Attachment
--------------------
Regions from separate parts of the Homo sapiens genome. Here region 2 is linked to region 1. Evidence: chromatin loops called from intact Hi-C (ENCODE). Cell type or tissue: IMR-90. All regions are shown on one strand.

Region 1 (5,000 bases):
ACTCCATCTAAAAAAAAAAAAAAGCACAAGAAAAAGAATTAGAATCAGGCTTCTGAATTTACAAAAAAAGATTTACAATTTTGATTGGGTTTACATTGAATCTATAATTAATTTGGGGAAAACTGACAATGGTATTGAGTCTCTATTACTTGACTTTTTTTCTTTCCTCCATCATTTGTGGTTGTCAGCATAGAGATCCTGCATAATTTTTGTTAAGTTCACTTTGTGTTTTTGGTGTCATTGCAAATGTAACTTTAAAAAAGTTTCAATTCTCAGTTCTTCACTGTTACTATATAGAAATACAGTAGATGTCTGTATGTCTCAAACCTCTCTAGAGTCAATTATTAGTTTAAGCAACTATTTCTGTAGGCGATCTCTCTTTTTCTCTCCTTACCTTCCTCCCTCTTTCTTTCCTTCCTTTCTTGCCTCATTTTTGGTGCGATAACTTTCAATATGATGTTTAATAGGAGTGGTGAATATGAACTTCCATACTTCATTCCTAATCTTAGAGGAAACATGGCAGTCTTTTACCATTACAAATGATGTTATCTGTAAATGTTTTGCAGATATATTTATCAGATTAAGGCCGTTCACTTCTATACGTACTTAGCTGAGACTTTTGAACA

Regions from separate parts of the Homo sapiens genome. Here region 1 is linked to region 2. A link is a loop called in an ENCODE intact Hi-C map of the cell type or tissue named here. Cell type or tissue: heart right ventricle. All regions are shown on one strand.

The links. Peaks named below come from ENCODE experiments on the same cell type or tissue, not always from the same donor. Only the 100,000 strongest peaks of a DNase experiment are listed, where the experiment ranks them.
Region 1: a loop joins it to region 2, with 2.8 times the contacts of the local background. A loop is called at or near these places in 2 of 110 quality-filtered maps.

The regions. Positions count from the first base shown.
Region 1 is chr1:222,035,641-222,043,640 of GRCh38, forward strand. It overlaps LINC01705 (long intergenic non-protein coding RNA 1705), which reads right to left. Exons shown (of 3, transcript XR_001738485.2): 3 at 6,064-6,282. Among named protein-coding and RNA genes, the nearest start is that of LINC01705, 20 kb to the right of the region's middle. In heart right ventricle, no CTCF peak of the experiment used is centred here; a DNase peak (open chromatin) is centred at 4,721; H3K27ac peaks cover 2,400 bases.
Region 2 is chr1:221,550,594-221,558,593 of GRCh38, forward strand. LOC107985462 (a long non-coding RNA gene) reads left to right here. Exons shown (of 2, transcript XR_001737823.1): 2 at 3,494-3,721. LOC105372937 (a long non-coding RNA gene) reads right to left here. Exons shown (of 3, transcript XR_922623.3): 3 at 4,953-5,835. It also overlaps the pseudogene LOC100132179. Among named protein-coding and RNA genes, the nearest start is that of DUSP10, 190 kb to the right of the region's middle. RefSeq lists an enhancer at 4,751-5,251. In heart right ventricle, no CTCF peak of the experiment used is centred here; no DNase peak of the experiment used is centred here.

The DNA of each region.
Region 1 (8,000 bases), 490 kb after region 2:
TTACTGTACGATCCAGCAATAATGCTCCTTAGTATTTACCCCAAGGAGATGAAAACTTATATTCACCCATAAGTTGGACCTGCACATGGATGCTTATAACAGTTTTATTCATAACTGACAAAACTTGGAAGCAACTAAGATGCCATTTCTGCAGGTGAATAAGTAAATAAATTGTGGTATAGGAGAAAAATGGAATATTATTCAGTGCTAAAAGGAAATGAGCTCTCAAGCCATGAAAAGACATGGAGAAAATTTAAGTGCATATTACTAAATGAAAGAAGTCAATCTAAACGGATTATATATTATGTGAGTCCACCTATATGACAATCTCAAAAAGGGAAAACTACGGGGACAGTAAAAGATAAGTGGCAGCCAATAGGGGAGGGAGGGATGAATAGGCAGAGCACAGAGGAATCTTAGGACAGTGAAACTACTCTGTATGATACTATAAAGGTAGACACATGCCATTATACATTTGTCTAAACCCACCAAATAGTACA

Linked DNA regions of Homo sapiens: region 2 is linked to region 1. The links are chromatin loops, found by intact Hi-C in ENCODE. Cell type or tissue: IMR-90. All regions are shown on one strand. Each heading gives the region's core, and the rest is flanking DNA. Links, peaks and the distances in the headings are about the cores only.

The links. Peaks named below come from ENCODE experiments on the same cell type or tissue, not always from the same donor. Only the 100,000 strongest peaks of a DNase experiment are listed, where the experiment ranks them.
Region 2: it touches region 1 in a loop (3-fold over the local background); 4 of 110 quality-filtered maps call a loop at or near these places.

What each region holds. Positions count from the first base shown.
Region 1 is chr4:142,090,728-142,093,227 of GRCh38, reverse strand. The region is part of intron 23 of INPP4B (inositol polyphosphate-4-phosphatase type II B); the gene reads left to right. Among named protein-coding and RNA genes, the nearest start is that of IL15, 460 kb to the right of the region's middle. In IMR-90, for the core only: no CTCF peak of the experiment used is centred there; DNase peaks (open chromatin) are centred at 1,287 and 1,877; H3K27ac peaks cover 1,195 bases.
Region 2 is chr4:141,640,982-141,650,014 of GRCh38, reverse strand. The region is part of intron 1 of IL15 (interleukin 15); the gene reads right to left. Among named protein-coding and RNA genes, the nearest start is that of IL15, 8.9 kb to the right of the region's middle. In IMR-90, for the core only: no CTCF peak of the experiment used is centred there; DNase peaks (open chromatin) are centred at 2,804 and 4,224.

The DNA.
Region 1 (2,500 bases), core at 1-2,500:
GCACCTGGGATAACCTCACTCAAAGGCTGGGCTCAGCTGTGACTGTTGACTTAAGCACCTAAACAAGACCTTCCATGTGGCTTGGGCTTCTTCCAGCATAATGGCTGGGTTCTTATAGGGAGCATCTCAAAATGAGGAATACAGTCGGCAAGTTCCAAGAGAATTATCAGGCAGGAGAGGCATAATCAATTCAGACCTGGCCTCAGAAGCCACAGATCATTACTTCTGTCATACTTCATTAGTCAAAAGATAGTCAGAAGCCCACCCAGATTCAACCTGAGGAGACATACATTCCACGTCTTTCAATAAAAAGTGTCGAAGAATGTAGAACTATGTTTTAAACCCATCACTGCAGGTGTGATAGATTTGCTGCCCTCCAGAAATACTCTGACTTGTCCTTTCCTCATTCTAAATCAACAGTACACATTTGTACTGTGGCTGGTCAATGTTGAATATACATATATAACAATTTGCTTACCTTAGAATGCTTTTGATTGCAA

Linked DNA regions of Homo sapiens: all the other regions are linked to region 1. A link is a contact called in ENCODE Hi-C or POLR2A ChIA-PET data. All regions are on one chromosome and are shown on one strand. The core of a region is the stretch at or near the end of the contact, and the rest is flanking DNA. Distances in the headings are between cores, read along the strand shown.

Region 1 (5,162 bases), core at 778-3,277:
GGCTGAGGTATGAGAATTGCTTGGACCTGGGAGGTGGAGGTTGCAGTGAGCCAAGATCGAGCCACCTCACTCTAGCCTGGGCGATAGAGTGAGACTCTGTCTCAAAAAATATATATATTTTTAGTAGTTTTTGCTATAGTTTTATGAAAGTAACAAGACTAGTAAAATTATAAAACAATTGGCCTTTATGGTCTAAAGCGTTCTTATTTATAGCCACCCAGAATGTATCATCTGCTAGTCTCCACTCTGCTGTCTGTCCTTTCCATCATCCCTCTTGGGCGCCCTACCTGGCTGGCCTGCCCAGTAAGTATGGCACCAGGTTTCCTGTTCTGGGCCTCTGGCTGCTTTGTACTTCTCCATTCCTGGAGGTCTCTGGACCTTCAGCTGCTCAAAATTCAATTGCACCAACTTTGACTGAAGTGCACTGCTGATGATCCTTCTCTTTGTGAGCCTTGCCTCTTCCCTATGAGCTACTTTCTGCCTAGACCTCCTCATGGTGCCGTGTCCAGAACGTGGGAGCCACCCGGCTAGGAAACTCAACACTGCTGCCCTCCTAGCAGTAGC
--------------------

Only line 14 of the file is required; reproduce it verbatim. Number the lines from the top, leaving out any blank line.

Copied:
The links. Peaks named below come from ENCODE experiments on the same cell type or tissue, not always from the same donor. Only the 100,000 strongest peaks of a DNase experiment are listed, where the experiment ranks them.